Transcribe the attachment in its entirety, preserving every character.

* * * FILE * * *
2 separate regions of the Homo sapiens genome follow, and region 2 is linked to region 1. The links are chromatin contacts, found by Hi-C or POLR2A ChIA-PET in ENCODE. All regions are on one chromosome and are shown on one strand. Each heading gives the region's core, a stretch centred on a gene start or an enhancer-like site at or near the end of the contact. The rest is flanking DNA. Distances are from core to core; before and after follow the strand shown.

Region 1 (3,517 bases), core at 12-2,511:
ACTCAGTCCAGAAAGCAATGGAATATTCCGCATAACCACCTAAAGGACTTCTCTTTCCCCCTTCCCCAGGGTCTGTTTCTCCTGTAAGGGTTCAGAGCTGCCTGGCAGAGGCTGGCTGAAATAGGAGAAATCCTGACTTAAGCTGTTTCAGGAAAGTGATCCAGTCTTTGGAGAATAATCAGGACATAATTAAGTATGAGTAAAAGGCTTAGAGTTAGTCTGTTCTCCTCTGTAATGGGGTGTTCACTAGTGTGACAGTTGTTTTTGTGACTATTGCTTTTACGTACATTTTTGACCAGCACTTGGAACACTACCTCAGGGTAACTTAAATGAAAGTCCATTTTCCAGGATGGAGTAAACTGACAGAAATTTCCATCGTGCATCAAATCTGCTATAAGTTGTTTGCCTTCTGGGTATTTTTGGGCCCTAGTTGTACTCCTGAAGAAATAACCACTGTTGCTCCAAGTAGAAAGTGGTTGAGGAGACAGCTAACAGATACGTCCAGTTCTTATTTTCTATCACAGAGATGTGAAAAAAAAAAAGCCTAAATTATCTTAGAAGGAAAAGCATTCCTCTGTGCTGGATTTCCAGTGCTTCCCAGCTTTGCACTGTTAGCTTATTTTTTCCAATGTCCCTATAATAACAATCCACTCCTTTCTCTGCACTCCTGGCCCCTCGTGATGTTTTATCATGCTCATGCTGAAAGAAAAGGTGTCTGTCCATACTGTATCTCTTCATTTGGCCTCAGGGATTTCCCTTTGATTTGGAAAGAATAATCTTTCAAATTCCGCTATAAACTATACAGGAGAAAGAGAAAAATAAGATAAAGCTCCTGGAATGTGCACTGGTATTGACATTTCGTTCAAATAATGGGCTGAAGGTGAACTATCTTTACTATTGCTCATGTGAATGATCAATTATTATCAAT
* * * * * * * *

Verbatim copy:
2 separate regions of the Homo sapiens genome follow, and region 2 is linked to region 1. The links are chromatin contacts, found by Hi-C or POLR2A ChIA-PET in ENCODE. All regions are on one chromosome and are shown on one strand. Each heading gives the region's core, a stretch centred on a gene start or an enhancer-like site at or near the end of the contact. The rest is flanking DNA. Distances are from core to core; before and after follow the strand shown.

Region 1 (3,517 bases), core at 12-2,511:
ACTCAGTCCAGAAAGCAATGGAATATTCCGCATAACCACCTAAAGGACTTCTCTTTCCCCCTTCCCCAGGGTCTGTTTCTCCTGTAAGGGTTCAGAGCTGCCTGGCAGAGGCTGGCTGAAATAGGAGAAATCCTGACTTAAGCTGTTTCAGGAAAGTGATCCAGTCTTTGGAGAATAATCAGGACATAATTAAGTATGAGTAAAAGGCTTAGAGTTAGTCTGTTCTCCTCTGTAATGGGGTGTTCACTAGTGTGACAGTTGTTTTTGTGACTATTGCTTTTACGTACATTTTTGACCAGCACTTGGAACACTACCTCAGGGTAACTTAAATGAAAGTCCATTTTCCAGGATGGAGTAAACTGACAGAAATTTCCATCGTGCATCAAATCTGCTATAAGTTGTTTGCCTTCTGGGTATTTTTGGGCCCTAGTTGTACTCCTGAAGAAATAACCACTGTTGCTCCAAGTAGAAAGTGGTTGAGGAGACAGCTAACAGATACGTCCAGTTCTTATTTTCTATCACAGAGATGTGAAAAAAAAAAAGCCTAAATTATCTTAGAAGGAAAAGCATTCCTCTGTGCTGGATTTCCAGTGCTTCCCAGCTTTGCACTGTTAGCTTATTTTTTCCAATGTCCCTATAATAACAATCCACTCCTTTCTCTGCACTCCTGGCCCCTCGTGATGTTTTATCATGCTCATGCTGAAAGAAAAGGTGTCTGTCCATACTGTATCTCTTCATTTGGCCTCAGGGATTTCCCTTTGATTTGGAAAGAATAATCTTTCAAATTCCGCTATAAACTATACAGGAGAAAGAGAAAAATAAGATAAAGCTCCTGGAATGTGCACTGGTATTGACATTTCGTTCAAATAATGGGCTGAAGGTGAACTATCTTTACTATTGCTCATGTGAATGATCAATTATTATCAAT